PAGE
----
fileserving part, SMB does more than fileserving, but it
probably resembles http in some ways)

The part, where Sander's NAL comes in, is the one filter
that writes stuff to the network:

In Apache this is most likely a simple unix tcp socket,
into which you write data.
NAL tries to abstract sockets.

The issue here is, that the protocols, that are below SMB,
are more like sockets. From a clean point of view, they
should be implemented in the kernel, but none of us is
willing to write kerneldrivers for each OS out there.

If you look through Sander's proposal, nearly all typical
Unix socket operations are represened as function pointers,
and actualy nearly each of them needs to be implemented,
and most of them will actualy do something complex.

I see one correlation point to filters:

Maybe there should be an optional
"append_output_filters_to_filterstack" and
"prepend_input_filters_to_filterstack". That way, if the
socket can be represented as filters, and the socket-writer
has the energy to write those filters, that can be
optimized. Functions are needed, because the actual used
filters can be quiet dynamic and could depend on the remote
system, that we connect to, or if someone actualy
implemented those sockets in the kernel.

The fallback is more or less clear:
append_output_filters_to_filterstack defaults to a simple
filter, that takes the whole brigade and write()s it into
the socket.

prepend_input_filters_to_filterstack defaults to the
Maybe we also might have a apr_bucket_NAL, which is a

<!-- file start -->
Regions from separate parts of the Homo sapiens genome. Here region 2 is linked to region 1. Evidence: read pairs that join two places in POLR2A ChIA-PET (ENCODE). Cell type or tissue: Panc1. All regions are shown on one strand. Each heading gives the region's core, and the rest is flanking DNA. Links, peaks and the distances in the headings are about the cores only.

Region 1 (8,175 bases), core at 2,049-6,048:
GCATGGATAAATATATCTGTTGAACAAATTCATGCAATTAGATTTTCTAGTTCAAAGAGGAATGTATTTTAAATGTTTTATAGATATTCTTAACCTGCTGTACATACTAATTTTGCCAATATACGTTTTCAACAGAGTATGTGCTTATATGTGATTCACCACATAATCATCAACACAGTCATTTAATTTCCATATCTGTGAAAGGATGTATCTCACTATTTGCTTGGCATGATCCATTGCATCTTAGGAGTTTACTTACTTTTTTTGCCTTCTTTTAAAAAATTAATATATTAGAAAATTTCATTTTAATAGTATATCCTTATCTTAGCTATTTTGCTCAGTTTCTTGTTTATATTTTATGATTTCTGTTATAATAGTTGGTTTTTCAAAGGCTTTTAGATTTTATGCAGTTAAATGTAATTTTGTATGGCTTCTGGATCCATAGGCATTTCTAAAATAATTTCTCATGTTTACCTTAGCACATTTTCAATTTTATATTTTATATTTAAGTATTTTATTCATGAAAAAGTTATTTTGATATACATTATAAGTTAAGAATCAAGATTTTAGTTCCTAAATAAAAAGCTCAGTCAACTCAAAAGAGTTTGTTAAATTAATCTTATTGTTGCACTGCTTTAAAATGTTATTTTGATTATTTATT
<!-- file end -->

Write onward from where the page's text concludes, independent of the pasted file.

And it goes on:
bucket, that reads its data from a NAL socket.

I'm not too sure, which of the last ones is actualy the
right thing to do.

The next interesting point is, that NALs might have their
own idea, of how select()/poll() should be handled for

I hope, that explains somewhat the intention behind NAL.

Here are some examples of NALs, that are either interesting
to us, or just fictitious:

- unix domain sockets (with authentication)
- NT named Pipes (those are like Unix domain sockets and
  include authentication already, while the unix side needs
  to add that)
- The former two can be wrapped in a single "IPC"-Facility.

Now some fictitious ones:
- IPX using raw sockets
- NetBEUI using raw sockets

> > Ignore name clashes with current APR code please.
> > Also, I haven't looked into the apr_pool package to understand
> > how it works quite yet. I want it to be _possible_ to tie transports
> > to memory management (so we can dump all memory that we used for:
> > a session, a request, a reply, etc).
[... explanation about pools ...]

I haven't looked at pools right now, so if you don't feel
like answering, simple "RTFM" is okay.

BTW: Do the things in the pool have reference counts? I
mean, is the pool itself offering refcounting?

And I've also seen, that the included objects are included
with a destroy-function, so one can have pools in pools,

> > I'll post a memory management draft aswell in a few days. It will
> > be similar to this when it comes abstraction.
> Look forward to it :-)
> Cheers,
> -g


> -- 
> Greg Stein, http://www.lyra.org/